[When a student’s text is discussed in class], the participants usually maintain a certain level of diplomacy. That has something to do with the English national psychology. I could imagine that the atmosphere would be a lot rougher in a German classroom, because Germans tend to be a lot more direct. If they don’t like something, they say it very loudly, whereas the English are known for their politeness. They try not to step on each other’s foot. There are these coded expressions: if someone says a text is “interesting”, then it actually means it’s not very interesting. Everybody knows this, and then you either accept it or you don’t. That is why this diplomacy works very well here, because people are very considerate in their social behaviour. If someone writes some horrible nonsense – which happens – then people won’t go and say straight to this person’s face: that’s terrible what you wrote there. In Germany this kind of controversy arises very often, also in public lectures. There is always someone in the audience who has something to say, who is worried about some problem of his own, and not about the actual event. But of course you have to realise that a lot of the things that people write about are of a very private nature and that they are intricately linked with their self-respect. To undermine that would be of no use. Of course it is a problematic situation when twenty people are together in one group, because, on the hand, everybody who entertains literary aspirations will think that they are alone with their brilliancy. On the other hand, you are faced with twenty other aspiring authors, which works against that illusion.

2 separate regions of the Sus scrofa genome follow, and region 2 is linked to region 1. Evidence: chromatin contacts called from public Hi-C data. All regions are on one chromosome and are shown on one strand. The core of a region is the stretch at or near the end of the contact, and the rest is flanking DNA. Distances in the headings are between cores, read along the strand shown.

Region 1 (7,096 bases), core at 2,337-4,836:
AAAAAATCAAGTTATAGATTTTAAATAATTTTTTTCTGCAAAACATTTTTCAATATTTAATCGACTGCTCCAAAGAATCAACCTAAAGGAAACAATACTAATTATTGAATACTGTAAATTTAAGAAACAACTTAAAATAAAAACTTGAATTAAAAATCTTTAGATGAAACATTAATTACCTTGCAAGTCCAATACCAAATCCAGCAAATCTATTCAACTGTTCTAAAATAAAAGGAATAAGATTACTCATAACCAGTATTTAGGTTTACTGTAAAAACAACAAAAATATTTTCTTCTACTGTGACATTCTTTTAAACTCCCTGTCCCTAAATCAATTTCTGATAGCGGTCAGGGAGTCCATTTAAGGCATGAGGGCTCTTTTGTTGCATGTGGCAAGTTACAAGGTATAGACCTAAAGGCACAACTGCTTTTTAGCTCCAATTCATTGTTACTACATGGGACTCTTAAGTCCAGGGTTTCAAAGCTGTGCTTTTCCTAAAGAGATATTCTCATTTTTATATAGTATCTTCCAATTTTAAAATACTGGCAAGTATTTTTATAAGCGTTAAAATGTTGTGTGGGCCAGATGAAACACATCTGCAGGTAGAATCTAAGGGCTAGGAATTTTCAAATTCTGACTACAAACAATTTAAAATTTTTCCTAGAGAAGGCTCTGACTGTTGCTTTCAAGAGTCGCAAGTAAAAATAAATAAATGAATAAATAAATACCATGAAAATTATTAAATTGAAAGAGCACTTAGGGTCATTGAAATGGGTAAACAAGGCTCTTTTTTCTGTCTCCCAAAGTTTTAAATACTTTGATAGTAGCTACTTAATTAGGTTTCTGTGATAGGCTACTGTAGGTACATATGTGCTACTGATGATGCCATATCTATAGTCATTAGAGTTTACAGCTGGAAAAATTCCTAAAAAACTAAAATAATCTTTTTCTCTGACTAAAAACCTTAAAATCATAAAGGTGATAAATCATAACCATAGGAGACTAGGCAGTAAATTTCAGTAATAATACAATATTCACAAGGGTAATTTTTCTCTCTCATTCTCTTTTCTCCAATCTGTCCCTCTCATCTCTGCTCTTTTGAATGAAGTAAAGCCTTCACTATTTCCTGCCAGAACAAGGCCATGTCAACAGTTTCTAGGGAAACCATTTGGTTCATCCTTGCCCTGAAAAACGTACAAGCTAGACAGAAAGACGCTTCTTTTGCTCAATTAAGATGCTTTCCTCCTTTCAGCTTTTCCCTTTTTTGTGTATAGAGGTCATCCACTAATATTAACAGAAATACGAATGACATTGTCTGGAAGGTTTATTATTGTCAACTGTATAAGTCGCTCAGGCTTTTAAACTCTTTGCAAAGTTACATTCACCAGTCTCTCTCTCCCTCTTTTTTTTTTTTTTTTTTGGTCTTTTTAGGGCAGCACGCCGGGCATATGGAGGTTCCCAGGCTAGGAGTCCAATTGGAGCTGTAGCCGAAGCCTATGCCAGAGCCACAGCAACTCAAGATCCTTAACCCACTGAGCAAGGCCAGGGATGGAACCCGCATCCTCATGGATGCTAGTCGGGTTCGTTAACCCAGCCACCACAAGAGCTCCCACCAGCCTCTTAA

You also have to make it clear to people that they do not have to become writers by all means. You can also write in an amateur kind of way, there is no pressure for you to be a writer. If you really are serious about it, then it will happen at some point. But you cannot force it at a certain time, you shouldn’t think, now that I have completed this course, I have to publish something by all means. It either happens or it doesn’t. You have to show people that this profession has so many uncomfortable aspects that you might be better off by not pursuing it then by condemning yourself to invent things for the rest of your life. Even if you don’t become a writer after this year, you haven’t necessarily wasted your time. This experience can be useful for all kinds of things. Not least it can help you to reach a higher level of self-knowledge, which is never a bad thing.

On getting a job